Diabetes Kaizen

@TiaG’s picture essay has been in my thoughts a lot in the past few days. It was a great essay because it captured so much of our daily lives. I will get back to it multiple times in the next few weeks, because it is so hard to respond to, and because I want to focus each post on a specific thought inspired by her essay. I am focusing this one on the discussion of multiple causes.

One aspect @TiaG discussed that I LOVED was how she outlined the polymorphic nature of the many issues that hit our everyday lives and make diabetes management harder. It is clear to everyone from her essay (and from what we, parents with D children, know of our lives) that there are many causes in a week that cause a high (or a low), some of them being purely physical, such as an activity, some others being totally different, such as a social obligation or occasion.

I am very hopeful that, as we progressively distill the issues that hit us, both as individual families and as a group on this forum, we will eventually find structural solutions to many types of problems: playdates, school rules, sleep deprivation, etc. What is clear to me is that there is not ONE solution to solve EVERYTHING that hits us.

Early on in my life as an engineer, I discovered the notion of kaizen, a core notion of incremental improvement for engineering products and processes, which has become the rock of my engineering life, and probably the source of whatever success I have had in my career. Every since we (my son) were struck by diabetes, I have lived our lives as a diabetic family immersed in the notion of kaizen – diabetes kaizen.

To me, as an engineer, the life of an engineering product or process is made of very many cycles of improvement, each of which hits a single, specific point, and makes it a little bit better. The sum of all these cycles is what can make a product great.

And, as the father of a child with T1D, I see the life of my family made, in the same way, of very many cycles of improvement, each of which hits a single, specific point, and makes it a little bit better. It is the sum of all the many kaizen cycles that makes a difference.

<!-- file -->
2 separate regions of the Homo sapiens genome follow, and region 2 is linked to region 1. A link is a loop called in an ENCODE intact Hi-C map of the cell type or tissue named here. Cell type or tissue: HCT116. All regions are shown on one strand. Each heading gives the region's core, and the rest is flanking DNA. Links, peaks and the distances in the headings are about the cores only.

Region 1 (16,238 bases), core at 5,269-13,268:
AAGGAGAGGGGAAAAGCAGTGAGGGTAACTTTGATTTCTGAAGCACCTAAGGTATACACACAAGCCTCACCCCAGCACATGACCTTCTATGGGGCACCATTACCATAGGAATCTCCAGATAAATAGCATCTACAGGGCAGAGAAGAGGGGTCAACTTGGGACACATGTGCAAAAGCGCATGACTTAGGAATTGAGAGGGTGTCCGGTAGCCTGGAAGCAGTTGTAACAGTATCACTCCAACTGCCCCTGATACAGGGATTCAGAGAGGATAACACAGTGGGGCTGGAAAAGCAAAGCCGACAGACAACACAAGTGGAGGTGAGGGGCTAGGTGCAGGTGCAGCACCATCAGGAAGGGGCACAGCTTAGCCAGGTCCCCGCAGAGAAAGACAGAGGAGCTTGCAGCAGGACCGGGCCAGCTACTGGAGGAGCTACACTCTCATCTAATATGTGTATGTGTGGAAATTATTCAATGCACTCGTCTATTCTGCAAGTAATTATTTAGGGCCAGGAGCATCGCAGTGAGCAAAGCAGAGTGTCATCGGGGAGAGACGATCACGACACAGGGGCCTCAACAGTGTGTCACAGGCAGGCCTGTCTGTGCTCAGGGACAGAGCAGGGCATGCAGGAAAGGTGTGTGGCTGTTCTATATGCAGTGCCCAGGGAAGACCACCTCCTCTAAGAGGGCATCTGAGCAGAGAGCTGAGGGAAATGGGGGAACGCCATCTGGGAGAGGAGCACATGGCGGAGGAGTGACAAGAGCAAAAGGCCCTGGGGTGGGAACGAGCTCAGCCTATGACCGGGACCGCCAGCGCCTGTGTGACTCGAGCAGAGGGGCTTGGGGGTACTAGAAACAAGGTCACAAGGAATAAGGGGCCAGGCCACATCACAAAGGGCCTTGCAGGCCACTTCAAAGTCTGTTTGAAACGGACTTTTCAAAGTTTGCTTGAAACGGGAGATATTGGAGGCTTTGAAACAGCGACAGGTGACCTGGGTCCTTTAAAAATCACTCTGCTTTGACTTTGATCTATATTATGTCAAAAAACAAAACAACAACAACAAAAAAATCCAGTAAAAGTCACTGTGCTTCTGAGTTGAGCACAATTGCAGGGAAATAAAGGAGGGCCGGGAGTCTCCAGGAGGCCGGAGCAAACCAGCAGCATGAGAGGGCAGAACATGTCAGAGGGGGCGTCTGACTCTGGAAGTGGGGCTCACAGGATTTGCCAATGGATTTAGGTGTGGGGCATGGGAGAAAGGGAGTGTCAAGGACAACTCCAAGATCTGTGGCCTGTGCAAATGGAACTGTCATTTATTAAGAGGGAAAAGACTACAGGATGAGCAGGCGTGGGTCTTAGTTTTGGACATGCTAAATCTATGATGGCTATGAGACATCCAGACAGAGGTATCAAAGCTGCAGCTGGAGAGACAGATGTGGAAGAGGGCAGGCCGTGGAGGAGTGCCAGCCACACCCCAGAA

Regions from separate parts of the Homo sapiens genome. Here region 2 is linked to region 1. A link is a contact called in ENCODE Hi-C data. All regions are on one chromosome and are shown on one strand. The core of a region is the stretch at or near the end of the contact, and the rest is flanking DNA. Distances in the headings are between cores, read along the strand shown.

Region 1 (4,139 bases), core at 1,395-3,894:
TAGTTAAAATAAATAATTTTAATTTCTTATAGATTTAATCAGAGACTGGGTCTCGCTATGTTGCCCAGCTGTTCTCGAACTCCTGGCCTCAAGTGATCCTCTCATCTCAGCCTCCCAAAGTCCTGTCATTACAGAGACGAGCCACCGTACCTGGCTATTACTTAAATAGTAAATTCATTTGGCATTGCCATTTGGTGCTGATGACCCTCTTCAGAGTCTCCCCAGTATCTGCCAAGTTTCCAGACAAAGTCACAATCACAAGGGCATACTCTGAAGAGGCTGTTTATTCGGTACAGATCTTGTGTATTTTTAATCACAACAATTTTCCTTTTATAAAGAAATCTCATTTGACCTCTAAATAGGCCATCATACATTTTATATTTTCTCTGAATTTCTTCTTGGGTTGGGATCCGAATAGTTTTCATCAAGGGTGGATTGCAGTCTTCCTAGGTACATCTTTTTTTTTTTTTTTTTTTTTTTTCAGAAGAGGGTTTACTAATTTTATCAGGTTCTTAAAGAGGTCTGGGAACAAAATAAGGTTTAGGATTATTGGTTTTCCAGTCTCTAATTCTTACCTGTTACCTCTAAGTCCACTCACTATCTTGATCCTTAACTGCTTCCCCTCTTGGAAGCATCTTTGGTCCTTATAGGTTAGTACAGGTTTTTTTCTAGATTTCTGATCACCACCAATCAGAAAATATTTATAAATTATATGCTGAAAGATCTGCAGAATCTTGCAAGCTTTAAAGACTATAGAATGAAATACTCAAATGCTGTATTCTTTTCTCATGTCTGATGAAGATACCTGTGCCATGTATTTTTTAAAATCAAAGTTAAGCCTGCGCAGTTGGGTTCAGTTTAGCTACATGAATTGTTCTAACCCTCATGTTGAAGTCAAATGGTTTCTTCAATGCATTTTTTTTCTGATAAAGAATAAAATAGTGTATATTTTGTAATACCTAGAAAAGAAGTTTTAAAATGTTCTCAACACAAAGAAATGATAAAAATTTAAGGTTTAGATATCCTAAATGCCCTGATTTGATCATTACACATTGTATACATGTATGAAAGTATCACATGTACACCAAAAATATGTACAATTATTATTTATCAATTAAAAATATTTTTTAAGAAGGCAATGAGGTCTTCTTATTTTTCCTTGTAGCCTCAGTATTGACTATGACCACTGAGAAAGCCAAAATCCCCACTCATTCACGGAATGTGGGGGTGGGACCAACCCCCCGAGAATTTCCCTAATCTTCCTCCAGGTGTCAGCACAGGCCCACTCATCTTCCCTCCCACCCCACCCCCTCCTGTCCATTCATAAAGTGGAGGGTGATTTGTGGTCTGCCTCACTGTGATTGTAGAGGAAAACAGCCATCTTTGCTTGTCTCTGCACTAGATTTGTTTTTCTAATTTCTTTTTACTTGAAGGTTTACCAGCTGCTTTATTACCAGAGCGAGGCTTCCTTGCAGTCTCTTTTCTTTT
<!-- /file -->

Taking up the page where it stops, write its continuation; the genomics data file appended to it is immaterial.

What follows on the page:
It is my hope that, in this life of mine as a father, I can figure out enough diabetes kaizen, bit by bit, cycle by cycle, so that I can bring my son, in each part of his life, to the right A1c, SD, glucose average – whatever metrics we live our lives by. And it is also my hope that this forum can and will make a big difference to both my family’s lives and many others, by building that book of diabetes kaizen practices.

Because this is exactly what I expect from this forum: a “book,” a collection of diabetes kaizen practices and recipes, that, together, take us all to lower and flatter A1cs, fewer complications, and longer lives.

Many years ago, the French poet Boileau wrote two verses that I have always remembered: “Ce que l’on conçoit bien s’énonce clairement, et les mots pour le dire arrivent aisément,” which means “what is well understood can be expressed clearly, and the words to tell it come to you easily.” As a consequence, to be able to clearly understand the right concepts, you need the right words for it – which is why, in philosophy, for instance, you have to learn the vocabulary before you can be at ease with the theories some words underlie :slight_smile:

So, the purpose of this post is to introduce an expression, which encapsulates what I think is a critical concept in diabetes management, that we all practice, and wich is the only way for a newly diagnosed diabetic to become a low-risk patient with a long life expectation: diabetes kaizen.

Diabetes kaizen is what drives me!


@Michel I didn’t know the word “kaizen” but the concept is one that I’ve followed in my professional and personal life for a very long time. The way you so easily expressed it is testament to your understanding it. Thank you for writing this.

And the quote from Boileau is perfect. The better you understand something the easier it is to explain. Hopefully the result of this site will be for all of our members to easily explain the conundrum that is diabetes.